Preventing Chronic Disease in Primary Care
PARC Speaker Series Recap
On November 2nd, 2017 PARC co-presented a webinar with the Nutrition Resource Centre (NRC) on Ontario’s Primary Care Diabetes Prevention Program (PCDPP).
During the webinar, participants learned about an internationally recognized, best practice program repeatedly shown to be effective in reducing risk for diabetes and chronic disease and the results of Ontario’s demonstration project to pilot the program in Family Health Teams across Ontario. Stories and practical considerations from Ontario’s PCDPP Lifestyle Coaches and Master Trainers, who have firsthand knowledge and experience running the program since inception at Family Healthy Team sites across Ontario, were also shared. To wrap up the webinar, the implementation manual to support organizations in planning, implementation and evaluation of this program was highlighted.
An Interview with Sarah Pink and Diane Horrigan
1. What adaptations were made to the Group Lifestyle BalanceTM (GLB) for the Canadian/Ontario context?
In primary care in Ontario we focus on not only diabetes prevention, but the prevention and management of several chronic diseases. As such, many of the Ontario Sites adapted eligibility criteria to include a diverse chronic disease audience. This allowed teams to spread their resources across a broader patient population, who would benefit from lifestyle changes to improve their health. Examples of new criteria included those with high blood pressure, high cholesterol/triglycerides, lifestyle risk factors (inactive lifestyle, poor nutrition) as well as those interested and motived in making changes in their lives to improve their health. Master trainers also worked with the University of Pittsburgh Diabetes Prevention and Support Center on program adaptations to be able to run the program with participants living with diabetes.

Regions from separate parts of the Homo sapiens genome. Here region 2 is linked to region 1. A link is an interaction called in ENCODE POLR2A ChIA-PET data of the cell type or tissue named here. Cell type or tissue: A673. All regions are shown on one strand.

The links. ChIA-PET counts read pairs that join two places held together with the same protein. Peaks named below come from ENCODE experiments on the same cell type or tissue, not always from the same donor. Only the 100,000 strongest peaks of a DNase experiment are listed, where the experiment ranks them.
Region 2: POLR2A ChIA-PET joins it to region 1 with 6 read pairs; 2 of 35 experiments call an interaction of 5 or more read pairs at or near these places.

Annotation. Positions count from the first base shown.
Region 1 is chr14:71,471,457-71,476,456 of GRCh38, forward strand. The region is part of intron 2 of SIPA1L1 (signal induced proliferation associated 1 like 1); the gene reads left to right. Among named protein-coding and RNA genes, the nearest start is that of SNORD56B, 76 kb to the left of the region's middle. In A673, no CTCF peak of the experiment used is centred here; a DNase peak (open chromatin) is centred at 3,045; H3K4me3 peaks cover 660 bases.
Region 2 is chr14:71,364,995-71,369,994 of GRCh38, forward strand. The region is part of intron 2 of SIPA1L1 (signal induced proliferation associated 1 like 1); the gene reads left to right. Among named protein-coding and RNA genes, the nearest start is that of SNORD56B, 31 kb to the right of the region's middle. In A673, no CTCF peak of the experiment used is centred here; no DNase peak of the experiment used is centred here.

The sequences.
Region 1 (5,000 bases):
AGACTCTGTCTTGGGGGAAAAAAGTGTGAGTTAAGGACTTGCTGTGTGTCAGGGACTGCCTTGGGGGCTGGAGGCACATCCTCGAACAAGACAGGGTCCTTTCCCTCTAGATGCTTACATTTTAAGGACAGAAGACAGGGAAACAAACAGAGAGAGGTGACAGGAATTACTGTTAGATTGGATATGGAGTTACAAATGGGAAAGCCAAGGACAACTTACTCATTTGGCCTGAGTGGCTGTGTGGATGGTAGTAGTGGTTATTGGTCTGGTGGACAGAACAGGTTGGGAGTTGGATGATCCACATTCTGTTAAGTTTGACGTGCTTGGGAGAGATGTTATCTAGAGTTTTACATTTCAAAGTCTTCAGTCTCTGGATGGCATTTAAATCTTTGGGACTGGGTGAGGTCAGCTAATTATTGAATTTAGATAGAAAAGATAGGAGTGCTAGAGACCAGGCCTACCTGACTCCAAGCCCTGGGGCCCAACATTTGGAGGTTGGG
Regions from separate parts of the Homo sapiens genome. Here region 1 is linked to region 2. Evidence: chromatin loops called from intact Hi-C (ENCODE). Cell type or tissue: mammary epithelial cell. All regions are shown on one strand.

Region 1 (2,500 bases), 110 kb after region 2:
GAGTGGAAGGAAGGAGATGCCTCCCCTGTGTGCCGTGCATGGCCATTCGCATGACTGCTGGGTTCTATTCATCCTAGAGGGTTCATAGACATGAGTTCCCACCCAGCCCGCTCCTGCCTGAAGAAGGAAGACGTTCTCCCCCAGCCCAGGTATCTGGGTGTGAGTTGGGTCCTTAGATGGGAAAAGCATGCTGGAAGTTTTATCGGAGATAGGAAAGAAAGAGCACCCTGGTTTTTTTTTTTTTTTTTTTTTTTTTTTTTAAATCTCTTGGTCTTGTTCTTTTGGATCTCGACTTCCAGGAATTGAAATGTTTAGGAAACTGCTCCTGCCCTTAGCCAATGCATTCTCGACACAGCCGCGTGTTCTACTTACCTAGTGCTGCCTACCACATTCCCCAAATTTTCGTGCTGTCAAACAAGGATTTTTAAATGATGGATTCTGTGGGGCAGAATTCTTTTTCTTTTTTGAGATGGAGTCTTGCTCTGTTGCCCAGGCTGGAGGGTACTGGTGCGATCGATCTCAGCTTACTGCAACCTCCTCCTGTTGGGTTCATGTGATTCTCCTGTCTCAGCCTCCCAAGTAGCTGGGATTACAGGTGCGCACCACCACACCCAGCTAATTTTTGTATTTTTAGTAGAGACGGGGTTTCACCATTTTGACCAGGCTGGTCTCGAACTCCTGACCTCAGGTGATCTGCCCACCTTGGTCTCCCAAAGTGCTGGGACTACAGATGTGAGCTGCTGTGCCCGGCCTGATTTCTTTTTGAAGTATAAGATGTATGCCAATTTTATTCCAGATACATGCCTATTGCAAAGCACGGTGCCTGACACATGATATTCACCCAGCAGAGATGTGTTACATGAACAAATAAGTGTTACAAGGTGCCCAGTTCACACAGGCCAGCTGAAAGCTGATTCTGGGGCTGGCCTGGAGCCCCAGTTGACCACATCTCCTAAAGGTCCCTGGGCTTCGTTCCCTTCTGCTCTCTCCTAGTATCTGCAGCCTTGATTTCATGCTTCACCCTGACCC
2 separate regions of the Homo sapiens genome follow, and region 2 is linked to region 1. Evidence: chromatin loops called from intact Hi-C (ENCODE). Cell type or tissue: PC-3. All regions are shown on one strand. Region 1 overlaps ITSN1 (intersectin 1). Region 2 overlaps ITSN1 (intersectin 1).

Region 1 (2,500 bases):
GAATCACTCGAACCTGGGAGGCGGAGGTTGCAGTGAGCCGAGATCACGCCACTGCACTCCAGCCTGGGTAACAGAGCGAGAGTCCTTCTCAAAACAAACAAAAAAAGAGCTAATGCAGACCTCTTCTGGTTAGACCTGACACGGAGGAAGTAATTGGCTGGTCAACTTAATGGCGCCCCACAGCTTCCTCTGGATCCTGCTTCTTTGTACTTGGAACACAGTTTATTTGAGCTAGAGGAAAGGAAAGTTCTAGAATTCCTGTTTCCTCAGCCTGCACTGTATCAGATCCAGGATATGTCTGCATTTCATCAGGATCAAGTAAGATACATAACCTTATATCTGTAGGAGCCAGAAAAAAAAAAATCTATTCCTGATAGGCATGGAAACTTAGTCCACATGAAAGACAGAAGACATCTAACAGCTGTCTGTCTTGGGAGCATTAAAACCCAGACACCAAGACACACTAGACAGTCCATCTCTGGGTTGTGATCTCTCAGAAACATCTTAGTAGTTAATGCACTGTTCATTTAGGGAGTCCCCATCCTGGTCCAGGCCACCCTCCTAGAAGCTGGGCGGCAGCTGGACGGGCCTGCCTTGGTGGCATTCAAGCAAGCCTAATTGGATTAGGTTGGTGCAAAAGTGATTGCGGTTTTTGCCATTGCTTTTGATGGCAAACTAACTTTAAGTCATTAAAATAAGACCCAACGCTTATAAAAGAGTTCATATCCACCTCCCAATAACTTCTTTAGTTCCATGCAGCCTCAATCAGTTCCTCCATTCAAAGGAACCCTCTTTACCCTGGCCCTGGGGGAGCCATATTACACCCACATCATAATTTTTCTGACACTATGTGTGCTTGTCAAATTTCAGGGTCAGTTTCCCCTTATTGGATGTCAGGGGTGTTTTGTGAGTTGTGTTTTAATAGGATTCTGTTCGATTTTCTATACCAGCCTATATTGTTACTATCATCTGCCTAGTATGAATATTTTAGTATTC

To improve retention rates after the initial pilot program, it was decided that the post core material would be best delivered bi-weekly. This shortened the duration of the program so some sites have regular comeback /check in sessions to check in with their participants at a later date.
Though very similar, the GLB program is based on the My Plate food guide from the USA. The Ontario sites have adapted GLB curriculum to include Canada’s Food Guide into the teaching processes.
To include more of the food focused approach and build upon the skills taught in the GLB program, many sites have included additional hands-on teaching opportunities around nutrition and food (e.g. meal planning/cooking classes, food demonstrations, grocery store tours etc.).